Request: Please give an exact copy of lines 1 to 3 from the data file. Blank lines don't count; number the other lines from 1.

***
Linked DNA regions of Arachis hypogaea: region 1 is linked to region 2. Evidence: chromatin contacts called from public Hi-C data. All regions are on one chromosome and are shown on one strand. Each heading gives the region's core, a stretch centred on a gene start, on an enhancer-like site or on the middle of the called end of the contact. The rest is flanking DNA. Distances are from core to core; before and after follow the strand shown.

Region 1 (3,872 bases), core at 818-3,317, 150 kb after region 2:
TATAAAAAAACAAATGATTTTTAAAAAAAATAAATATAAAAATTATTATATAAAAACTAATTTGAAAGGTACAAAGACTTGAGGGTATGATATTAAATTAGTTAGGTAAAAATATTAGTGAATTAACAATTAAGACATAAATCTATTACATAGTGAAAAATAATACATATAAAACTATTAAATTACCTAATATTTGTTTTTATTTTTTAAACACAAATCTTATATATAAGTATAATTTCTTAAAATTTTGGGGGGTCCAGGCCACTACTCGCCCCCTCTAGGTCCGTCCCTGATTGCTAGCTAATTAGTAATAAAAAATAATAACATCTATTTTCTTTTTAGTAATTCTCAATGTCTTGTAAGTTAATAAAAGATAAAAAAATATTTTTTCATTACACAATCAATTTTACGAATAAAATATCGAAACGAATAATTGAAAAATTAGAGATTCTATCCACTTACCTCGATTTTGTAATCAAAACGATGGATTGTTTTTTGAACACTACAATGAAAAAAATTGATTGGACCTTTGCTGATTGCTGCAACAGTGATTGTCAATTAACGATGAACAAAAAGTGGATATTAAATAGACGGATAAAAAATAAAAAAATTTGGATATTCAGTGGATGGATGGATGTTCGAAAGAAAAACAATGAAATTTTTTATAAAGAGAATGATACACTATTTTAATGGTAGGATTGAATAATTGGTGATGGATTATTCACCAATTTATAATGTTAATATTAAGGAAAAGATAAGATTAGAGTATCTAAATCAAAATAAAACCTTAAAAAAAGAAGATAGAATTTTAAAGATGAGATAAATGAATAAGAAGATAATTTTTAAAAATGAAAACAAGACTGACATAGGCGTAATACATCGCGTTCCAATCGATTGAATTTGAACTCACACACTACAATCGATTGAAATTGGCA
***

Linked DNA regions of Arachis hypogaea: region 1 is linked to region 2. Evidence: chromatin contacts called from public Hi-C data. All regions are on one chromosome and are shown on one strand. Each heading gives the region's core, a stretch centred on a gene start, on an enhancer-like site or on the middle of the called end of the contact. The rest is flanking DNA. Distances are from core to core; before and after follow the strand shown.

Region 1 (3,872 bases), core at 818-3,317, 150 kb after region 2:
TATAAAAAAACAAATGATTTTTAAAAAAAATAAATATAAAAATTATTATATAAAAACTAATTTGAAAGGTACAAAGACTTGAGGGTATGATATTAAATTAGTTAGGTAAAAATATTAGTGAATTAACAATTAAGACATAAATCTATTACATAGTGAAAAATAATACATATAAAACTATTAAATTACCTAATATTTGTTTTTATTTTTTAAACACAAATCTTATATATAAGTATAATTTCTTAAAATTTTGGGGGGTCCAGGCCACTACTCGCCCCCTCTAGGTCCGTCCCTGATTGCTAGCTAATTAGTAATAAAAAATAATAACATCTATTTTCTTTTTAGTAATTCTCAATGTCTTGTAAGTTAATAAAAGATAAAAAAATATTTTTTCATTACACAATCAATTTTACGAATAAAATATCGAAACGAATAATTGAAAAATTAGAGATTCTATCCACTTACCTCGATTTTGTAATCAAAACGATGGATTGTTTTTTGAACACTACAATGAAAAAAATTGATTGGACCTTTGCTGATTGCTGCAACAGTGATTGTCAATTAACGATGAACAAAAAGTGGATATTAAATAGACGGATAAAAAATAAAAAAATTTGGATATTCAGTGGATGGATGGATGTTCGAAAGAAAAACAATGAAATTTTTTATAAAGAGAATGATACACTATTTTAATGGTAGGATTGAATAATTGGTGATGGATTATTCACCAATTTATAATGTTAATATTAAGGAAAAGATAAGATTAGAGTATCTAAATCAAAATAAAACCTTAAAAAAAGAAGATAGAATTTTAAAGATGAGATAAATGAATAAGAAGATAATTTTTAAAAATGAAAACAAGACTGACATAGGCGTAATACATCGCGTTCCAATCGATTGAATTTGAACTCACACACTACAATCGATTGAAATTGGCA